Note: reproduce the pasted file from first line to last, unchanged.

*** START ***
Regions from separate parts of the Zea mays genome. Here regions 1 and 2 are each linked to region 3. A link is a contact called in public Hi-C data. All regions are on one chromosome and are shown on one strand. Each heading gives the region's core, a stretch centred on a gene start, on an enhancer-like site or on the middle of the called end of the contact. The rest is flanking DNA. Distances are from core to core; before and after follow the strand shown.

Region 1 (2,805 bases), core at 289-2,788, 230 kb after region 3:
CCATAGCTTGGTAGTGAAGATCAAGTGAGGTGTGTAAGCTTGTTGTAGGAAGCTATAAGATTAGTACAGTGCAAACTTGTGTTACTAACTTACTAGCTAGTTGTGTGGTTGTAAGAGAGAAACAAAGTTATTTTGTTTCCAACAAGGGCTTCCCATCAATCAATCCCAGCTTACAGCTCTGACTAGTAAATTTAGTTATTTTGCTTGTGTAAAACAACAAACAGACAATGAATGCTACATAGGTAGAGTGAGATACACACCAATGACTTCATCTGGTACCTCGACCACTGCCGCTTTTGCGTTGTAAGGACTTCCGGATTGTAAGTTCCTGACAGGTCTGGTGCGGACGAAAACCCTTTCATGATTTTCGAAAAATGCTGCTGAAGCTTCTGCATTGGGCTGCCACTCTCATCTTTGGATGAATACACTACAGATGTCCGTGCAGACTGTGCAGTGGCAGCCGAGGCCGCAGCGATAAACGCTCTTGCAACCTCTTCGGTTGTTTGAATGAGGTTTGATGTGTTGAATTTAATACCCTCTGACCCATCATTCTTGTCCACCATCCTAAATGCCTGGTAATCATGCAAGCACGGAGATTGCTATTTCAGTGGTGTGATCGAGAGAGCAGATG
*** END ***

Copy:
Regions from separate parts of the Zea mays genome. Here regions 1 and 2 are each linked to region 3. A link is a contact called in public Hi-C data. All regions are on one chromosome and are shown on one strand. Each heading gives the region's core, a stretch centred on a gene start, on an enhancer-like site or on the middle of the called end of the contact. The rest is flanking DNA. Distances are from core to core; before and after follow the strand shown.

Region 1 (2,805 bases), core at 289-2,788, 230 kb after region 3:
CCATAGCTTGGTAGTGAAGATCAAGTGAGGTGTGTAAGCTTGTTGTAGGAAGCTATAAGATTAGTACAGTGCAAACTTGTGTTACTAACTTACTAGCTAGTTGTGTGGTTGTAAGAGAGAAACAAAGTTATTTTGTTTCCAACAAGGGCTTCCCATCAATCAATCCCAGCTTACAGCTCTGACTAGTAAATTTAGTTATTTTGCTTGTGTAAAACAACAAACAGACAATGAATGCTACATAGGTAGAGTGAGATACACACCAATGACTTCATCTGGTACCTCGACCACTGCCGCTTTTGCGTTGTAAGGACTTCCGGATTGTAAGTTCCTGACAGGTCTGGTGCGGACGAAAACCCTTTCATGATTTTCGAAAAATGCTGCTGAAGCTTCTGCATTGGGCTGCCACTCTCATCTTTGGATGAATACACTACAGATGTCCGTGCAGACTGTGCAGTGGCAGCCGAGGCCGCAGCGATAAACGCTCTTGCAACCTCTTCGGTTGTTTGAATGAGGTTTGATGTGTTGAATTTAATACCCTCTGACCCATCATTCTTGTCCACCATCCTAAATGCCTGGTAATCATGCAAGCACGGAGATTGCTATTTCAGTGGTGTGATCGAGAGAGCAGATG